Are you in the mood for a game?
Lots of learners find it difficult to ask questions in English and these little particles called “auxiliaries” are the ones to blame; hard to believe that such tiny things cause so much trouble, but the fact that students need to remember when and how to use them– or not to use them- makes it difficult even for some advanced learner to feel confident when asking questions in English.
Based on the classic game show “What’s my line?”, this game aims at improving students’ ability to ask yes/no questions in English, something most learners find difficult.
“What’s my line?” is a guessing game in which four panellists attempt to determine the occupation or the identity of a guest by asking only yes-no questions.
Rules based on the game and adapted to the classroom.
- Divide the class in groups of five people. Four students are going to be the panellists and ask the questions (either to guess the identity of the famous person or the occupation), and the fifth student is going to answer their questions playing his given role. If you decide to play the variant of guessing a famous person’s identity, I would suggest having a list of famous people and letting the student choose who he wants to be.
- A student (panellist) chosen by the teacher would begin the game. If his question elicits a “yes” answer, he continues questioning. When a question is answered “no”, questioning passes to the next student.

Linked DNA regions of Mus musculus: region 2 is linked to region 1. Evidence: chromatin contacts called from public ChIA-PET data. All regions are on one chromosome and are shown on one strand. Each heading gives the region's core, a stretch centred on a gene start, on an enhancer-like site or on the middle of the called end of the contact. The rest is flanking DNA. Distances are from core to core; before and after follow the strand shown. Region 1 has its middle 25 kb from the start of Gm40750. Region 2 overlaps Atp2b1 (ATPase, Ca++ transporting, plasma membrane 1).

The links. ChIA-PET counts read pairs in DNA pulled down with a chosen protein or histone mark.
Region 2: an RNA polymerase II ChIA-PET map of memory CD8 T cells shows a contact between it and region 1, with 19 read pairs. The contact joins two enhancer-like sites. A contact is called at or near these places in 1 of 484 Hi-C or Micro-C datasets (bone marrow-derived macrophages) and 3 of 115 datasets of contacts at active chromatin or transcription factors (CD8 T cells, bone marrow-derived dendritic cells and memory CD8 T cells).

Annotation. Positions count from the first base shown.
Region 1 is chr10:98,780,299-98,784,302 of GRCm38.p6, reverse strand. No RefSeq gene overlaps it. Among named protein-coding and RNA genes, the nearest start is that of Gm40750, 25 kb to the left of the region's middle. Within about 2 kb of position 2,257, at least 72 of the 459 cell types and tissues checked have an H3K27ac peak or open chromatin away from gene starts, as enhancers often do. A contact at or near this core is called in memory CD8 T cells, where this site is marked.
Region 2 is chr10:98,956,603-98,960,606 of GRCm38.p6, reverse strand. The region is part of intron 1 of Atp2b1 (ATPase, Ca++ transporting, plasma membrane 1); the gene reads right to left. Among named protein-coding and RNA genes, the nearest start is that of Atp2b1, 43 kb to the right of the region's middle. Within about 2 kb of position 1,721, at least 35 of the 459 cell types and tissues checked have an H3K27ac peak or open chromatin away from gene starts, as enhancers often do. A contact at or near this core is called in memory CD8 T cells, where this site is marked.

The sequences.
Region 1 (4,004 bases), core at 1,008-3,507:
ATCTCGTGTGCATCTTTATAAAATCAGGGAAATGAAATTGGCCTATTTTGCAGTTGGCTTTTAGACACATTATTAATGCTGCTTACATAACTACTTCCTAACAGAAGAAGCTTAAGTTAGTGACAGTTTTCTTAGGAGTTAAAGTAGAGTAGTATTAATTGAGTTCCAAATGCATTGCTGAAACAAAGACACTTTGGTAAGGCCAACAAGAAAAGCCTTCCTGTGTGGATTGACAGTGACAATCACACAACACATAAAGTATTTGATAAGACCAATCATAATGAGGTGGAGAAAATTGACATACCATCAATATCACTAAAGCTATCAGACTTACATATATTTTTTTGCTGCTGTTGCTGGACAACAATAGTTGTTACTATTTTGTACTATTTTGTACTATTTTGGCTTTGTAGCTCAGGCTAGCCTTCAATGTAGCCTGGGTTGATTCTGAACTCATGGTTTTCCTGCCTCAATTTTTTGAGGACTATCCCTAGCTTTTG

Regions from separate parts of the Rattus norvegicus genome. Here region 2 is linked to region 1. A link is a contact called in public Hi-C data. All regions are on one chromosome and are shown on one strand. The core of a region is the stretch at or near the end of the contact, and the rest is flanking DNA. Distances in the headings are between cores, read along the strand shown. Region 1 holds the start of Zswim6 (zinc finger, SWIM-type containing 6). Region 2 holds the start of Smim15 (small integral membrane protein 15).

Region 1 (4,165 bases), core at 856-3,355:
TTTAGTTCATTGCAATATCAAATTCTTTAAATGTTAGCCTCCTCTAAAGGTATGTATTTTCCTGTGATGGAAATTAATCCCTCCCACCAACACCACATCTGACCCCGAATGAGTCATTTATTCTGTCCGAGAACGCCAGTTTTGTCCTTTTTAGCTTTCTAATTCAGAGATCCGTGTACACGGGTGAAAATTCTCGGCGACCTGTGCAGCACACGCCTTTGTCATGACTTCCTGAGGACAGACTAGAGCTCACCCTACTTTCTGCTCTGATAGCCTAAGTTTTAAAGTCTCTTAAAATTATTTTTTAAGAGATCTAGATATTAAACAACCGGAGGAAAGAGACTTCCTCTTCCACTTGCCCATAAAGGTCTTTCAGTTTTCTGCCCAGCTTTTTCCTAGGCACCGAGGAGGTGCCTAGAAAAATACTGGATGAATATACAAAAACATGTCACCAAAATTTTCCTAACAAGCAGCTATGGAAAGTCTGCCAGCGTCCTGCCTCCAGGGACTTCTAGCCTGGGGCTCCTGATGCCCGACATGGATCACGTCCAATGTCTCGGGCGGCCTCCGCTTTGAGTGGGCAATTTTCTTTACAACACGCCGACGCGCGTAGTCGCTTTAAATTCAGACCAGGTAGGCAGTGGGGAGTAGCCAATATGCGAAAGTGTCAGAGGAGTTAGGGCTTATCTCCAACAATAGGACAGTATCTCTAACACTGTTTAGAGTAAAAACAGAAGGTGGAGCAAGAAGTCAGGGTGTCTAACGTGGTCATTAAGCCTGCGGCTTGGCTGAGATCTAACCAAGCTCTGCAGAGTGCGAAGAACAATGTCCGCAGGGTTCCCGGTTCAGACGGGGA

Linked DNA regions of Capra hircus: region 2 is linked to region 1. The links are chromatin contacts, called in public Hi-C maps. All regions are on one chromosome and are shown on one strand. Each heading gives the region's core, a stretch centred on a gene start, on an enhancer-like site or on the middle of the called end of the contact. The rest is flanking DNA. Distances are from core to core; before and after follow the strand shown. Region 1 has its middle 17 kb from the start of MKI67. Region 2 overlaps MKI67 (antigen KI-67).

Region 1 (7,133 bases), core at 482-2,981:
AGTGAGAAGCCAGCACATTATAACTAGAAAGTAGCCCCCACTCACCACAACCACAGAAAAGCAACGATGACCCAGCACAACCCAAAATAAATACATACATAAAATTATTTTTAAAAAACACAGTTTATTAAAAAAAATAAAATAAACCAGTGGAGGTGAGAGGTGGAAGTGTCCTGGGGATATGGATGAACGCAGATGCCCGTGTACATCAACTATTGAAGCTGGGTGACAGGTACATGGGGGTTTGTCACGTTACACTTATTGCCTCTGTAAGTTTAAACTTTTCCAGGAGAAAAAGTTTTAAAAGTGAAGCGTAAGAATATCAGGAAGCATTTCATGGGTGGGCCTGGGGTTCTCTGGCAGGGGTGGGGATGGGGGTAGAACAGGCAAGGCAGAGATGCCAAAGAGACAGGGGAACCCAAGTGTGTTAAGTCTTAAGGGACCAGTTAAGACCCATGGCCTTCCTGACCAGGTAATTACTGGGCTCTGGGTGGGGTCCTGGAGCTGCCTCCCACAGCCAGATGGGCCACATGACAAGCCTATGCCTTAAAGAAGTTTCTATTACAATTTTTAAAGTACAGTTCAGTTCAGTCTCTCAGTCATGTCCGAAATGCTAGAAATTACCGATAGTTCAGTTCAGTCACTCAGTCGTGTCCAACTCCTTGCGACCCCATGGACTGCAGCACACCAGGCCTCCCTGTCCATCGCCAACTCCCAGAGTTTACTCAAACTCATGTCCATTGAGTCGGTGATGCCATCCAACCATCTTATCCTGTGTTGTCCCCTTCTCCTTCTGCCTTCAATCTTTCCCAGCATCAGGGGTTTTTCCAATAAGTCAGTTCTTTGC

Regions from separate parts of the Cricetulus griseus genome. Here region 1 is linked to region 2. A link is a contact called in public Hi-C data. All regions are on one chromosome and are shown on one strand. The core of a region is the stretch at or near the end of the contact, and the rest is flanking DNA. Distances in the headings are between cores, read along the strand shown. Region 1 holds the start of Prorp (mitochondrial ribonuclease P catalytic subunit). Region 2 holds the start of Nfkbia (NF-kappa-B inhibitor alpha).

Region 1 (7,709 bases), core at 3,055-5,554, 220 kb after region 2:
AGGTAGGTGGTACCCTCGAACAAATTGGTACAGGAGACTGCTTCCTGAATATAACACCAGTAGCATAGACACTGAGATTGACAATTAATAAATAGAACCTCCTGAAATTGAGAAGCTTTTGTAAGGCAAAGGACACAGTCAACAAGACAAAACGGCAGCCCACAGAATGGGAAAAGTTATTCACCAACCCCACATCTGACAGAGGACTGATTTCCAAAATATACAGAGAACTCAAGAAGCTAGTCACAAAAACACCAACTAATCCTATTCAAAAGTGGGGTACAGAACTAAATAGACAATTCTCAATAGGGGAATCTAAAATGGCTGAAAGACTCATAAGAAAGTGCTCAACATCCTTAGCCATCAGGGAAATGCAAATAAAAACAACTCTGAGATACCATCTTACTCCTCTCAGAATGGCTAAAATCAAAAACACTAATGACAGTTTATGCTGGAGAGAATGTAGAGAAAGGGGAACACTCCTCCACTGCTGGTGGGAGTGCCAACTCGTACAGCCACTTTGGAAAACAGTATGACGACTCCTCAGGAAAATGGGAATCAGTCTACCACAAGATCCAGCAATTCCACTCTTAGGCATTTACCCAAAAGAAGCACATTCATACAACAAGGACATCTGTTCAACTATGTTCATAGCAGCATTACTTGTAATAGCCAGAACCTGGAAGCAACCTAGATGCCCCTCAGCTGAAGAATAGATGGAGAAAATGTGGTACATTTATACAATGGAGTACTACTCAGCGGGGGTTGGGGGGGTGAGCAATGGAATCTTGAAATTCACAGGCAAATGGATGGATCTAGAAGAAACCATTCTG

- Students have the option of passing to the next and they can also request a conference, in which they have a short time to openly discuss ideas about occupations or lines of questioning.
- To increase the probability of affirmative answers, students can phrase questions in the negative starting with “Can I rule out…?”
- When after some intense questioning a student thinks he knows the identity or profession of the mysterious guest, he can say so and become the mysterious guest for the next round.
Before the game begins, play the video of the game where Salvador Dali is the mysterious guest.
Akinator, the Web Genie. Just as I was about to publish this post, I remembered that some time ago I used to ask my elementary students to play an online game that never failed to surprise me and that my students used to love. I recommeded it because it gave them practice to understand questions in English. I checked and it is still working. The name is Akinator and he’s a genie. It goes like this: you think of a prominent person, celebrity or fictional character. Akinator will ask you up to twenty quetions and he’ll guess the person you have in mind. Check it out!